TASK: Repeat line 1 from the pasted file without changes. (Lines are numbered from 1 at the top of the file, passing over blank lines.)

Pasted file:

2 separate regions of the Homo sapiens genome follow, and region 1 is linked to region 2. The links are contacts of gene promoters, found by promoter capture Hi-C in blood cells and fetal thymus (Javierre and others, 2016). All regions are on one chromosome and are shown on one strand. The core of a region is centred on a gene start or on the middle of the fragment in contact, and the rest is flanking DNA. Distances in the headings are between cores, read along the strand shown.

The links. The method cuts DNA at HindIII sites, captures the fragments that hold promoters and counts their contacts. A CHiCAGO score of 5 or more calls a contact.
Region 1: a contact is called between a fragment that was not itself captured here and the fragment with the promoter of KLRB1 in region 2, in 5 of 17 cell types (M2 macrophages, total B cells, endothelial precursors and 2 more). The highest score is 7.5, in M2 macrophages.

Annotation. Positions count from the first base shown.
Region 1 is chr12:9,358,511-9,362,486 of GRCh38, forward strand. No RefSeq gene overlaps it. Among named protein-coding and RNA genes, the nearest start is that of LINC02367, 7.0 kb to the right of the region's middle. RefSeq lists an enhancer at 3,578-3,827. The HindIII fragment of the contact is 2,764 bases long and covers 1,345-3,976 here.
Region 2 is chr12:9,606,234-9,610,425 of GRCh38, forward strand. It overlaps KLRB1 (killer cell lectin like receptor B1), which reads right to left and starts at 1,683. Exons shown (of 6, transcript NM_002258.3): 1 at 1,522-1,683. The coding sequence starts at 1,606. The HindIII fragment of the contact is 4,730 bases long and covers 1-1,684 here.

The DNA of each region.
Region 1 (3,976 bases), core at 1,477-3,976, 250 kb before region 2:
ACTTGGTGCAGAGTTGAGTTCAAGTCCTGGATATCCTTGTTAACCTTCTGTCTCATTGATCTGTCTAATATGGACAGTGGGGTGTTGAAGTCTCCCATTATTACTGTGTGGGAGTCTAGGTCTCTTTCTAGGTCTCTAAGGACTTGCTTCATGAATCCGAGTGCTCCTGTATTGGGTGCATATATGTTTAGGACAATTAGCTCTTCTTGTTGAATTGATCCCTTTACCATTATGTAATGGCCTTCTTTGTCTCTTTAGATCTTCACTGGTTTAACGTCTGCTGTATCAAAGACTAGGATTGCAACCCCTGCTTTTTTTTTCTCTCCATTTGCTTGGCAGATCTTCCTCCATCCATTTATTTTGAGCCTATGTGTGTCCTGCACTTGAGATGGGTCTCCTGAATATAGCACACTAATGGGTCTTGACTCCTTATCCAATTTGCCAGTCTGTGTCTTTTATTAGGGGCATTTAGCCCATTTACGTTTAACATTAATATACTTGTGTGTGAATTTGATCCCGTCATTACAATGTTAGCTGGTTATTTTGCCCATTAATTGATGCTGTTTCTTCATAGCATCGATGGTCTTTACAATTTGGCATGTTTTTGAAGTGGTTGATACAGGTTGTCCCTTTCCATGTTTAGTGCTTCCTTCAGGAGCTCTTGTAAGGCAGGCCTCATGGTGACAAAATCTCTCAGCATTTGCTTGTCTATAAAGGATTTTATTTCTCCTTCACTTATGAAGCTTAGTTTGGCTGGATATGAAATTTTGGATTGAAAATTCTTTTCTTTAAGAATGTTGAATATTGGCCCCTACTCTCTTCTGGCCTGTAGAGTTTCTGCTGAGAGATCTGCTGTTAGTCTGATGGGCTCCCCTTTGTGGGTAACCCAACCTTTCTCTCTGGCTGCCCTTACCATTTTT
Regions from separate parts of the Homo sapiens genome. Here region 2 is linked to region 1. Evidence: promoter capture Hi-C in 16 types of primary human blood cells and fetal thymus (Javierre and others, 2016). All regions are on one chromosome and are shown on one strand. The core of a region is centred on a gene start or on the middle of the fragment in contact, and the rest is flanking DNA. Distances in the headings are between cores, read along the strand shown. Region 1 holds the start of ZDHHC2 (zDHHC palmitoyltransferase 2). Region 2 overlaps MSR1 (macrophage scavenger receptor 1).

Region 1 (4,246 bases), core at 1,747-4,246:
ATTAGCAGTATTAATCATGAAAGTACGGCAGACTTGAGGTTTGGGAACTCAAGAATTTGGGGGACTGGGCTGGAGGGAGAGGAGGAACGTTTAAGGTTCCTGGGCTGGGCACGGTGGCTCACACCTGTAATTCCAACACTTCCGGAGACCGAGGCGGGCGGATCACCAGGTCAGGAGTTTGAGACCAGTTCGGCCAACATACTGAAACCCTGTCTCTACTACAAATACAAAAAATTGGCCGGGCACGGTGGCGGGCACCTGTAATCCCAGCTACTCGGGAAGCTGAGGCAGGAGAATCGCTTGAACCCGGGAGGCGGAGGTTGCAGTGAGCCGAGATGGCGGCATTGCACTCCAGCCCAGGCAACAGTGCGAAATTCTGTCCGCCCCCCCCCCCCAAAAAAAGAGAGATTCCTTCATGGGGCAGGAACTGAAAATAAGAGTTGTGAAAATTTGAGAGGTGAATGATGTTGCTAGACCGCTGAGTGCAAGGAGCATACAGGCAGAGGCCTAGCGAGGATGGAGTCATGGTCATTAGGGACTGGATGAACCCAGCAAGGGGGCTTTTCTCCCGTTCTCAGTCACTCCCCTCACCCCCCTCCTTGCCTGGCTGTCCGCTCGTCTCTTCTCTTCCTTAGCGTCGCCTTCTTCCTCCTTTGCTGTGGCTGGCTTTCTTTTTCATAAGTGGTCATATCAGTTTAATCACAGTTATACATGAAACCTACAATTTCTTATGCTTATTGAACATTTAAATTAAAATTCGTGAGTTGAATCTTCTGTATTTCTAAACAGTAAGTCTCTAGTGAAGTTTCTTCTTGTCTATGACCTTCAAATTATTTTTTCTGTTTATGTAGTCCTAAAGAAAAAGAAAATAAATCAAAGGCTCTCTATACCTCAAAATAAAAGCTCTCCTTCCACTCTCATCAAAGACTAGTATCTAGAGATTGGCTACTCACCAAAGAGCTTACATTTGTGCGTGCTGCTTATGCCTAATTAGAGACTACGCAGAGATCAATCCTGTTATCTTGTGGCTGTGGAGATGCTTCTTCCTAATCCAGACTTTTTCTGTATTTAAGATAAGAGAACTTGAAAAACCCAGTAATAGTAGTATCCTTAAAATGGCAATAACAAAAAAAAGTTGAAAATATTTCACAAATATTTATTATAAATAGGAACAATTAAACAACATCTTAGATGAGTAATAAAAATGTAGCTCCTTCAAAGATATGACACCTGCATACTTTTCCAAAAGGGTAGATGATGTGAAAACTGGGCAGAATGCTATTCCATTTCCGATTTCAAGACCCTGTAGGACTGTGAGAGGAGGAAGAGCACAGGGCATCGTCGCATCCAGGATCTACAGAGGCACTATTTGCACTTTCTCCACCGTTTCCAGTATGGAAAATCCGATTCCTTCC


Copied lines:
2 separate regions of the Homo sapiens genome follow, and region 1 is linked to region 2. The links are contacts of gene promoters, found by promoter capture Hi-C in blood cells and fetal thymus (Javierre and others, 2016). All regions are on one chromosome and are shown on one strand. The core of a region is centred on a gene start or on the middle of the fragment in contact, and the rest is flanking DNA. Distances in the headings are between cores, read along the strand shown.